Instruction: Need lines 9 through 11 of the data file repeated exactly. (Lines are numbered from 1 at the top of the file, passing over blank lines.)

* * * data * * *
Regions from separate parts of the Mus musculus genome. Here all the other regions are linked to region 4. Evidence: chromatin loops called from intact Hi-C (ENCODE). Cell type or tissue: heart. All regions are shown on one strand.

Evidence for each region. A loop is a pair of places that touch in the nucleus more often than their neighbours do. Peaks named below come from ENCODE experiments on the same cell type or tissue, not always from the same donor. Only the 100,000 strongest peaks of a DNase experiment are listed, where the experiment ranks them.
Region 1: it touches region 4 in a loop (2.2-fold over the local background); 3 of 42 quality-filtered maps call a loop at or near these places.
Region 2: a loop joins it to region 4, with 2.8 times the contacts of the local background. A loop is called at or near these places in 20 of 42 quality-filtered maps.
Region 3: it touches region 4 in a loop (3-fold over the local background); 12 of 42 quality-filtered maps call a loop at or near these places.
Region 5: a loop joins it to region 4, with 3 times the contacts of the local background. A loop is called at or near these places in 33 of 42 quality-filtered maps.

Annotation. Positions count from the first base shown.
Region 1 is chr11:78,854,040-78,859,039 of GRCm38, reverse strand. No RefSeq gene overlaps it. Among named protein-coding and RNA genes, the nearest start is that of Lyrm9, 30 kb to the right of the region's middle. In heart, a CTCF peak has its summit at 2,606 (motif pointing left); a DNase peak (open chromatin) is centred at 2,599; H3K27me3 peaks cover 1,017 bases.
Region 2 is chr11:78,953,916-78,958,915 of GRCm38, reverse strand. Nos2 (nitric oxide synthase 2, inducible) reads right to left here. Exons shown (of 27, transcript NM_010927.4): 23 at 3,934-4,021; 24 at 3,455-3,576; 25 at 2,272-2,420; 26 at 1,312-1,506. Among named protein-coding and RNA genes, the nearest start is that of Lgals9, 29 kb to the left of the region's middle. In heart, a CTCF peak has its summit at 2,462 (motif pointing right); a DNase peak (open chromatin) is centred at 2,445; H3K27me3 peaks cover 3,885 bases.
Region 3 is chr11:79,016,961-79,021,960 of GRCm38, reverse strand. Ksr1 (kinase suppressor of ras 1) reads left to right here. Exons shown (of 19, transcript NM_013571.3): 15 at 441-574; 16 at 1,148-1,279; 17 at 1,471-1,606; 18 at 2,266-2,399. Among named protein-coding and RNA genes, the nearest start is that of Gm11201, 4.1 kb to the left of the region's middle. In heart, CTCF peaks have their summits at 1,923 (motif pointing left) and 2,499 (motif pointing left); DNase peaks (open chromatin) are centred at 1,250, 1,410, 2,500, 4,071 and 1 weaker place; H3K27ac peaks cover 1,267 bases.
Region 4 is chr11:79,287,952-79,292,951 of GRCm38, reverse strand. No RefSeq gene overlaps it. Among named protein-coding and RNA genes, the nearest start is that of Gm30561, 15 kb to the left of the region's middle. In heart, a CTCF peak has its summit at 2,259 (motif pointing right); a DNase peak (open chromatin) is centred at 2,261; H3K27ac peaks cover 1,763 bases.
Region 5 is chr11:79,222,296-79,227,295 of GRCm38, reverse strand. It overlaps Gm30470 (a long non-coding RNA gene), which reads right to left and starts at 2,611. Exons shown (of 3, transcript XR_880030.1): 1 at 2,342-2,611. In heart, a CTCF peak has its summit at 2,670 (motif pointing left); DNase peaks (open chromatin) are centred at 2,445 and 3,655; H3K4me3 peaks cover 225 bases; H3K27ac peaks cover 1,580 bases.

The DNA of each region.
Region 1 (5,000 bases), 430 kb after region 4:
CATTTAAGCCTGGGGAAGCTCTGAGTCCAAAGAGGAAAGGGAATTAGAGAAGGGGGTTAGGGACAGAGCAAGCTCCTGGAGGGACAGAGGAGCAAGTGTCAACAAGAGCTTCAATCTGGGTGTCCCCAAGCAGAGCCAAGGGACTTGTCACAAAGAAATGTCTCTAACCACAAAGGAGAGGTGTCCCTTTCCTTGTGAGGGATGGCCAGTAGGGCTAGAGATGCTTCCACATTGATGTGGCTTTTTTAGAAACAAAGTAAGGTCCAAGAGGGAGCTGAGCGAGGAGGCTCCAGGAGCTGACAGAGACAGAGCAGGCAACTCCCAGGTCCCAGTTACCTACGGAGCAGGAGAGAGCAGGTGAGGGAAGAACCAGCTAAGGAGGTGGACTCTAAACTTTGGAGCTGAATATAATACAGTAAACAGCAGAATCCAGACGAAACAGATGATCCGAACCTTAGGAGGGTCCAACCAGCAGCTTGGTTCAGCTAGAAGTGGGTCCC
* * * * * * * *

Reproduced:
Region 2 is chr11:78,953,916-78,958,915 of GRCm38, reverse strand. Nos2 (nitric oxide synthase 2, inducible) reads right to left here. Exons shown (of 27, transcript NM_010927.4): 23 at 3,934-4,021; 24 at 3,455-3,576; 25 at 2,272-2,420; 26 at 1,312-1,506. Among named protein-coding and RNA genes, the nearest start is that of Lgals9, 29 kb to the left of the region's middle. In heart, a CTCF peak has its summit at 2,462 (motif pointing right); a DNase peak (open chromatin) is centred at 2,445; H3K27me3 peaks cover 3,885 bases.
Region 3 is chr11:79,016,961-79,021,960 of GRCm38, reverse strand. Ksr1 (kinase suppressor of ras 1) reads left to right here. Exons shown (of 19, transcript NM_013571.3): 15 at 441-574; 16 at 1,148-1,279; 17 at 1,471-1,606; 18 at 2,266-2,399. Among named protein-coding and RNA genes, the nearest start is that of Gm11201, 4.1 kb to the left of the region's middle. In heart, CTCF peaks have their summits at 1,923 (motif pointing left) and 2,499 (motif pointing left); DNase peaks (open chromatin) are centred at 1,250, 1,410, 2,500, 4,071 and 1 weaker place; H3K27ac peaks cover 1,267 bases.
Region 4 is chr11:79,287,952-79,292,951 of GRCm38, reverse strand. No RefSeq gene overlaps it. Among named protein-coding and RNA genes, the nearest start is that of Gm30561, 15 kb to the left of the region's middle. In heart, a CTCF peak has its summit at 2,259 (motif pointing right); a DNase peak (open chromatin) is centred at 2,261; H3K27ac peaks cover 1,763 bases.